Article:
The Garden Guide

Hoveton Hall Gardens

A nineteenth century house (not open) and twentieth century garden on a wet site with streams and bridges. The walled garden was made in 1936 and is planted with mainly herbaceous plants. There is also a kitchen garden, a water garden and a woodland garden with rhododendrons and azaleas.

Head Gardener's Comment

Set at the edge of the Norfolk Broads, Hoveton Hall Gardens is a delightful 15 acre garden mixing both formal and informal planting across the seasons. Beginning with the burst of early Spring bulbs, the spectacular Rhododendrons and Azaleas in May and June through to the mid-summer delights of the 'Spider Garden'. Full summer colours of Hydrangeas followed by autumn berried shrubs and leaf tints complete what is truly a garden for all seasons.

Photograph © Anthurium/Katrina Underwood
Photograph © Anthurium/Katrina Underwood
Photograph © Hoveton Hall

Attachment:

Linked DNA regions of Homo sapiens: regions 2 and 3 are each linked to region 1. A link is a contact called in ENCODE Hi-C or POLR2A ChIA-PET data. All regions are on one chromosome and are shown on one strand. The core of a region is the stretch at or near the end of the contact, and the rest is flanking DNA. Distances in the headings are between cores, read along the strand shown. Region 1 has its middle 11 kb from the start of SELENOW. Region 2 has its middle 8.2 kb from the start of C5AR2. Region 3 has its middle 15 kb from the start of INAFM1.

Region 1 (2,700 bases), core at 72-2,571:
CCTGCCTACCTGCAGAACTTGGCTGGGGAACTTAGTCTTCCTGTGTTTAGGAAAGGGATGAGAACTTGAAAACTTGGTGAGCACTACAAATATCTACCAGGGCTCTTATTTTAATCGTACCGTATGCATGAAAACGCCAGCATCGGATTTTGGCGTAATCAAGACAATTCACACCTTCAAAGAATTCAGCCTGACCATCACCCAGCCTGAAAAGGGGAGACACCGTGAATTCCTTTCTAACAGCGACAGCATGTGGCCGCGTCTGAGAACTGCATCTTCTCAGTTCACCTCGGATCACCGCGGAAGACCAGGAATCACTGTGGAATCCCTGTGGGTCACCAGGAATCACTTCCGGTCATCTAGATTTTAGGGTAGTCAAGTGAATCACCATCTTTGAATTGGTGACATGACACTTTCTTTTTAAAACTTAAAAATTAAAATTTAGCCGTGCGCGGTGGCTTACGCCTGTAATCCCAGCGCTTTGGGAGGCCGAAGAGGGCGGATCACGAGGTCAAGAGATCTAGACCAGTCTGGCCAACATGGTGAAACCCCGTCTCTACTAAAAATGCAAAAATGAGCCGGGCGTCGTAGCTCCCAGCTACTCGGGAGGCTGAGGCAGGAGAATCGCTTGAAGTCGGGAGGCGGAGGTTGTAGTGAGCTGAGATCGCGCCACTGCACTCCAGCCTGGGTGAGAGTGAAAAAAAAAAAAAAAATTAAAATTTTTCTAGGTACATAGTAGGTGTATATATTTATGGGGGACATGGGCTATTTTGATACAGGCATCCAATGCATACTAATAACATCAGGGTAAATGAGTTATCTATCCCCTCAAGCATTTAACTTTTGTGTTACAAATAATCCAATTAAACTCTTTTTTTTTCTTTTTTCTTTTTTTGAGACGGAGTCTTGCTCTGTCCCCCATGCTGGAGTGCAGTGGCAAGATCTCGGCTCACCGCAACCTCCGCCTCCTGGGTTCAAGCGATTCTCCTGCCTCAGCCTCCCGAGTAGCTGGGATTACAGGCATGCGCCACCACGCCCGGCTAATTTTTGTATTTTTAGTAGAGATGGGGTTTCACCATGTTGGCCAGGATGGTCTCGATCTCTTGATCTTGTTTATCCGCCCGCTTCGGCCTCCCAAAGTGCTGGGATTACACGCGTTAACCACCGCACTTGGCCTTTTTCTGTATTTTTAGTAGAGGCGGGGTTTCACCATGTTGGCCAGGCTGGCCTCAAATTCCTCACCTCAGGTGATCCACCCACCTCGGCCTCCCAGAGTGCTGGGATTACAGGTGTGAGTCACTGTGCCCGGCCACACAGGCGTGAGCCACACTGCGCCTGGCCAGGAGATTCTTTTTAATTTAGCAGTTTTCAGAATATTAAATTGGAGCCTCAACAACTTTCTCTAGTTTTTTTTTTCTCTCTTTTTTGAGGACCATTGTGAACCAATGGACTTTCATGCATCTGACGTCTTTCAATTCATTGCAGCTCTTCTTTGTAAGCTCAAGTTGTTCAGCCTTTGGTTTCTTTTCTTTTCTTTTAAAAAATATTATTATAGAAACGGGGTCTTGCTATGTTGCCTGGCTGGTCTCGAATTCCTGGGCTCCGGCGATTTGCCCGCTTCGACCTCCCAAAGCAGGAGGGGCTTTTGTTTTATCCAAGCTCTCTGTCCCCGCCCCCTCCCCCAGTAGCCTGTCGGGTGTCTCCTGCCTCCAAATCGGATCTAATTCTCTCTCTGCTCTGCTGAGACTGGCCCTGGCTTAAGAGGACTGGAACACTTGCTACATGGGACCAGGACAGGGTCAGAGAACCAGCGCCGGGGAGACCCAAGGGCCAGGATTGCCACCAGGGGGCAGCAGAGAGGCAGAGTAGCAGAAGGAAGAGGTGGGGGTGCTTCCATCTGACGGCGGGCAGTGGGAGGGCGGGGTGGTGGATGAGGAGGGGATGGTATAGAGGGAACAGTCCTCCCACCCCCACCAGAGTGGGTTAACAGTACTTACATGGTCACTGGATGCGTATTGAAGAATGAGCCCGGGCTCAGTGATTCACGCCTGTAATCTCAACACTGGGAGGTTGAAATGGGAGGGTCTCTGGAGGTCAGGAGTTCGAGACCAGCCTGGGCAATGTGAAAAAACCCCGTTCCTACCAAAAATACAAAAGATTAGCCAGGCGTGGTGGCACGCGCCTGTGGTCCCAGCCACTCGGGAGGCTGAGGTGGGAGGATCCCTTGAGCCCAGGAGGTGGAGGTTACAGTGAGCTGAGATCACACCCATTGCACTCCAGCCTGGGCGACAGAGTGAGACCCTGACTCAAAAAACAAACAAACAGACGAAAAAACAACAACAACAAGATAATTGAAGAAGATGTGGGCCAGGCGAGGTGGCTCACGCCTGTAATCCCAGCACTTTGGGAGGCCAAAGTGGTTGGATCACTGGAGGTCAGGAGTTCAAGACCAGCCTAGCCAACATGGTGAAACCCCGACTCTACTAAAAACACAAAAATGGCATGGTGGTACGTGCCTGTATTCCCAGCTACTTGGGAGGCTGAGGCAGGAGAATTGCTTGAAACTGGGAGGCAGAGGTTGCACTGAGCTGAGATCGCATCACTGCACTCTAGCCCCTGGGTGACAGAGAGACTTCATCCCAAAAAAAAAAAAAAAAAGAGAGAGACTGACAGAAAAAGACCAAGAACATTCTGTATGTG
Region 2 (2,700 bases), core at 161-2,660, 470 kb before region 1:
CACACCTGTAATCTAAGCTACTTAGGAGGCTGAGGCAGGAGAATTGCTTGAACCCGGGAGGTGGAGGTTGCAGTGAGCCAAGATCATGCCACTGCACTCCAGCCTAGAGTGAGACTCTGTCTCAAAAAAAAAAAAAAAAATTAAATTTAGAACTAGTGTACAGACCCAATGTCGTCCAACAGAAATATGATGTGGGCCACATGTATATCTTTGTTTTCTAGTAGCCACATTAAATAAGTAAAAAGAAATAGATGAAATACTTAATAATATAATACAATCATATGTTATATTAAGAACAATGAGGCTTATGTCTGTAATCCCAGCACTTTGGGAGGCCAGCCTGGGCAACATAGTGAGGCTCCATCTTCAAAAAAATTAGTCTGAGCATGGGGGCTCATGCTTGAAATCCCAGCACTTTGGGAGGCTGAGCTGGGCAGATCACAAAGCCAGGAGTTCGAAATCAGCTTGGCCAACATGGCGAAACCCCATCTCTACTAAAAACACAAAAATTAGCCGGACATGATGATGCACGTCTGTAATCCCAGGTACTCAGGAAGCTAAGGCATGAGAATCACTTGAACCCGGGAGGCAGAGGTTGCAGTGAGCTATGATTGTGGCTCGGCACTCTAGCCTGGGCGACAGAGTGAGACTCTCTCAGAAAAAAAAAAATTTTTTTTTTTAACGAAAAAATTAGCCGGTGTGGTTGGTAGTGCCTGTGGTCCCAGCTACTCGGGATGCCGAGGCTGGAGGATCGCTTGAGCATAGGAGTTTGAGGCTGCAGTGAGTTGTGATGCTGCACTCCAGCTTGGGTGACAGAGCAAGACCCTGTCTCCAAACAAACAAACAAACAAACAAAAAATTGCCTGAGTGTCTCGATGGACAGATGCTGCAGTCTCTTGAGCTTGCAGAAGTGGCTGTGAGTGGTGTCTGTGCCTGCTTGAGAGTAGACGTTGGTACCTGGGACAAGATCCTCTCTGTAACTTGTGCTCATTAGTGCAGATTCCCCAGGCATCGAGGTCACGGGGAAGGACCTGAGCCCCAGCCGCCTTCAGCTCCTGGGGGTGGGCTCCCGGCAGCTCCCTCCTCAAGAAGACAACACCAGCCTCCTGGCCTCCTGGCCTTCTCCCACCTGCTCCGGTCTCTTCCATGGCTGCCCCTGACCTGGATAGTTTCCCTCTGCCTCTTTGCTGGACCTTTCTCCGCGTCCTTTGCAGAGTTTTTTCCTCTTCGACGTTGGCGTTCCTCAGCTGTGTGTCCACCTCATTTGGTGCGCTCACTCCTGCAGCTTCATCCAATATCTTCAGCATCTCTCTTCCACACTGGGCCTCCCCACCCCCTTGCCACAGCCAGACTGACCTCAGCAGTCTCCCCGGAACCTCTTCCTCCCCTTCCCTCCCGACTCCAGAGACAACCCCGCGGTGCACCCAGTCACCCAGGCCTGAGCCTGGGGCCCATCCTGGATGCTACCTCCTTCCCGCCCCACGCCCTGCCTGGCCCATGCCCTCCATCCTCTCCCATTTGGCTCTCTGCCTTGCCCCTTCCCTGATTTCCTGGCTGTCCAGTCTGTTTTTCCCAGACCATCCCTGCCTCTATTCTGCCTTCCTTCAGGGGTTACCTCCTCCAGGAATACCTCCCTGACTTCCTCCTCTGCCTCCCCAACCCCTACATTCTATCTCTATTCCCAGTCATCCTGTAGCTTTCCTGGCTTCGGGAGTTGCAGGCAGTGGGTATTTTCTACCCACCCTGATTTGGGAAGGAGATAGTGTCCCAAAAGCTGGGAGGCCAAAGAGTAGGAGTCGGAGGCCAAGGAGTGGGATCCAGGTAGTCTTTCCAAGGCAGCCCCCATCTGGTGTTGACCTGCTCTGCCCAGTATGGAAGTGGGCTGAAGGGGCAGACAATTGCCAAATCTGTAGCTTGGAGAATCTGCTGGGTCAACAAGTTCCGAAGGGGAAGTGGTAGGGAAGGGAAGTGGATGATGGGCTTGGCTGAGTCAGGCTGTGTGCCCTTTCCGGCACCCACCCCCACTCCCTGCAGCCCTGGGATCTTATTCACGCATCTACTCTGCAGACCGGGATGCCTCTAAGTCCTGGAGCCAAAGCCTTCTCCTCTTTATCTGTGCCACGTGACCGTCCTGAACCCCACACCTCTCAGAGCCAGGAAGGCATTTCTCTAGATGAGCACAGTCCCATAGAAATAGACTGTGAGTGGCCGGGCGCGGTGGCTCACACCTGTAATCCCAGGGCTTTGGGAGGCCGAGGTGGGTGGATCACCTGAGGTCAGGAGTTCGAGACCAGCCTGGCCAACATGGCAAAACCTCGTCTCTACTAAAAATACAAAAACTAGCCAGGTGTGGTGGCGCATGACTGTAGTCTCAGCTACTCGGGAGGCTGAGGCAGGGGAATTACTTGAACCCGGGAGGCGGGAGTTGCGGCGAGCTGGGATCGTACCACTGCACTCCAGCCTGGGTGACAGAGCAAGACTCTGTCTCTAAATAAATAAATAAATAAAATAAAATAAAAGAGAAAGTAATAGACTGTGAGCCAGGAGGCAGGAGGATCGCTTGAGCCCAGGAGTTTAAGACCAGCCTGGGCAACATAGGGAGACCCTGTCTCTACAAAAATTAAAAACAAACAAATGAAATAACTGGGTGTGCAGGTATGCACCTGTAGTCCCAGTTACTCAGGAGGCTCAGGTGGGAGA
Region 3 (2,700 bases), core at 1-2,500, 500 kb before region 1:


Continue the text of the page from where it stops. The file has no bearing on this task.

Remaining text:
Hoveton Hall Gardens is home to Andrew and Barbara Buxton and has been in the Buxton family since 1946.

The Hall, although not open to the public, was built between 1809 and 1812 is attributed to Humphry Repton. The parkland surrounding the Hall was ploughed in the 1940s to provide food during the war years. Most trees were removed, and only the grass on the North side of the Lake left untouched. In 1993, the then arable parts of the park were resown with grass, under the Countryside Commission Scheme for the Restoration of Historic Parks, and iron railings re-established. The Walled Kitchen Garden and layout of the 'Spider Garden' are shown on maps as early as 1841. Extensive work to the Water Gardens was carried out in the 1920s by Geoffrey Buxton, and many more Rhododendrons and Azaleas planted under his direction by Waterers Nurseries.

Wroxham, Norwich, Norfolk, England, NR12 8RJ

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